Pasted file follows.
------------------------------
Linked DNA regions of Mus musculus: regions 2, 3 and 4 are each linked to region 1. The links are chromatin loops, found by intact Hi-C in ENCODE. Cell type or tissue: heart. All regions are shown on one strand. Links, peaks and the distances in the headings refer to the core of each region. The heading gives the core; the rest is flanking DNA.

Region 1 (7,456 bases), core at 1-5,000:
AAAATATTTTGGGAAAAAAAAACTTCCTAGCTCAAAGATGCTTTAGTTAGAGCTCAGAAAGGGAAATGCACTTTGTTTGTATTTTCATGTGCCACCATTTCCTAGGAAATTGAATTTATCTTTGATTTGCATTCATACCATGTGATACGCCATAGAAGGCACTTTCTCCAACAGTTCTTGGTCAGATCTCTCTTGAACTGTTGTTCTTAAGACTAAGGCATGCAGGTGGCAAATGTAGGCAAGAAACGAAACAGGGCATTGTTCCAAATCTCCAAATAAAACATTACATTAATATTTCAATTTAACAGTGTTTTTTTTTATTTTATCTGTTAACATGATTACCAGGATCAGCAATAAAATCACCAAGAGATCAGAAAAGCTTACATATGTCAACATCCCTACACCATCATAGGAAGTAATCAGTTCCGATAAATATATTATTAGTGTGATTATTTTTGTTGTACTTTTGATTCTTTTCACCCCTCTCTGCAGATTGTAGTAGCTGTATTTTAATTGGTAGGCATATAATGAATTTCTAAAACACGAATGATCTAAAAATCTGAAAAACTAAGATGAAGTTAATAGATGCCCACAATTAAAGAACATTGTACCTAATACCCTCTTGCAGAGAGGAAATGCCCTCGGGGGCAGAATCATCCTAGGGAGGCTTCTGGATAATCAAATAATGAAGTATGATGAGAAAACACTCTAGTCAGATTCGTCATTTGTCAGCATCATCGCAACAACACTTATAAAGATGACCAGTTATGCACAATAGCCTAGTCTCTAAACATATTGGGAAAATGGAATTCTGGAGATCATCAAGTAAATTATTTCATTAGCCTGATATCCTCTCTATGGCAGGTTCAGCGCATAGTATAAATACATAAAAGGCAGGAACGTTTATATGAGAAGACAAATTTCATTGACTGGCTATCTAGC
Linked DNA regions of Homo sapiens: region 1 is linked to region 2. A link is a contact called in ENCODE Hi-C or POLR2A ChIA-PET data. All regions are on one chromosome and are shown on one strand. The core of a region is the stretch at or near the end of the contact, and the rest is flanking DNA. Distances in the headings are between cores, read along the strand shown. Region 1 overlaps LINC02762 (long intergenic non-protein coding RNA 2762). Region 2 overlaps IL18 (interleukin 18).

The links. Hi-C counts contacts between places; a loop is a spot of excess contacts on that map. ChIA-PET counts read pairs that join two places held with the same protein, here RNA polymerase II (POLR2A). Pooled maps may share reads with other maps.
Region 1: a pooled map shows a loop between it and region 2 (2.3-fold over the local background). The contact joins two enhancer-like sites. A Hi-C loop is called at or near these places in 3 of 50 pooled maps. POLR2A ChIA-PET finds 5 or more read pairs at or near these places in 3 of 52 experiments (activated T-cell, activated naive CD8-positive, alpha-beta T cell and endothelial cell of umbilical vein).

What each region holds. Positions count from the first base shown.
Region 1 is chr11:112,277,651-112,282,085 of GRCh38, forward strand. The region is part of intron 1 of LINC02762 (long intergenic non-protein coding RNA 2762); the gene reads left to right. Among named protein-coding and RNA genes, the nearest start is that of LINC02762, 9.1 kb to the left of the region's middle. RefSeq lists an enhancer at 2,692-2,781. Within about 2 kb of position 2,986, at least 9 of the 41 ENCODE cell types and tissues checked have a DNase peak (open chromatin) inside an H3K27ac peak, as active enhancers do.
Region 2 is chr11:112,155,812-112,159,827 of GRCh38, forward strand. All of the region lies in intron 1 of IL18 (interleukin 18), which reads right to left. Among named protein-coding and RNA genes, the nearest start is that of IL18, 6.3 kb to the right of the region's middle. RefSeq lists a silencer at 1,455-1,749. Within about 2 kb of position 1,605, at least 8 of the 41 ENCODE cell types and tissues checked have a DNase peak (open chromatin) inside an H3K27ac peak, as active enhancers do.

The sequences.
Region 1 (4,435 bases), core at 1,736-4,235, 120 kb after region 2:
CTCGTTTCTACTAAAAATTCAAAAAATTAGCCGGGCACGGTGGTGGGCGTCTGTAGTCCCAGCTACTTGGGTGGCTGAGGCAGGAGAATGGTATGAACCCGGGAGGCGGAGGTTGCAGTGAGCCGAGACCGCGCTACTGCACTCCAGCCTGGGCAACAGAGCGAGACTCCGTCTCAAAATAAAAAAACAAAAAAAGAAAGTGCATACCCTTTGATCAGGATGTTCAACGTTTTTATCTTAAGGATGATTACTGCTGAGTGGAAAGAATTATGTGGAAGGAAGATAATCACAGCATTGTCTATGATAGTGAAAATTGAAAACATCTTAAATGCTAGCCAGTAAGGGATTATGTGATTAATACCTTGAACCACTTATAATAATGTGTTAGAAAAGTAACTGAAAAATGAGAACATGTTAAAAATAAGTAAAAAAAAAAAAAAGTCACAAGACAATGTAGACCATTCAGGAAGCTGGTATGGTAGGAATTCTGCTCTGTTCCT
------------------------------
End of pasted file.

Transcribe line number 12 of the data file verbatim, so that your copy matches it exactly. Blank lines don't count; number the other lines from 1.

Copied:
CTCGTTTCTACTAAAAATTCAAAAAATTAGCCGGGCACGGTGGTGGGCGTCTGTAGTCCCAGCTACTTGGGTGGCTGAGGCAGGAGAATGGTATGAACCCGGGAGGCGGAGGTTGCAGTGAGCCGAGACCGCGCTACTGCACTCCAGCCTGGGCAACAGAGCGAGACTCCGTCTCAAAATAAAAAAACAAAAAAAGAAAGTGCATACCCTTTGATCAGGATGTTCAACGTTTTTATCTTAAGGATGATTACTGCTGAGTGGAAAGAATTATGTGGAAGGAAGATAATCACAGCATTGTCTATGATAGTGAAAATTGAAAACATCTTAAATGCTAGCCAGTAAGGGATTATGTGATTAATACCTTGAACCACTTATAATAATGTGTTAGAAAAGTAACTGAAAAATGAGAACATGTTAAAAATAAGTAAAAAAAAAAAAAAGTCACAAGACAATGTAGACCATTCAGGAAGCTGGTATGGTAGGAATTCTGCTCTGTTCCT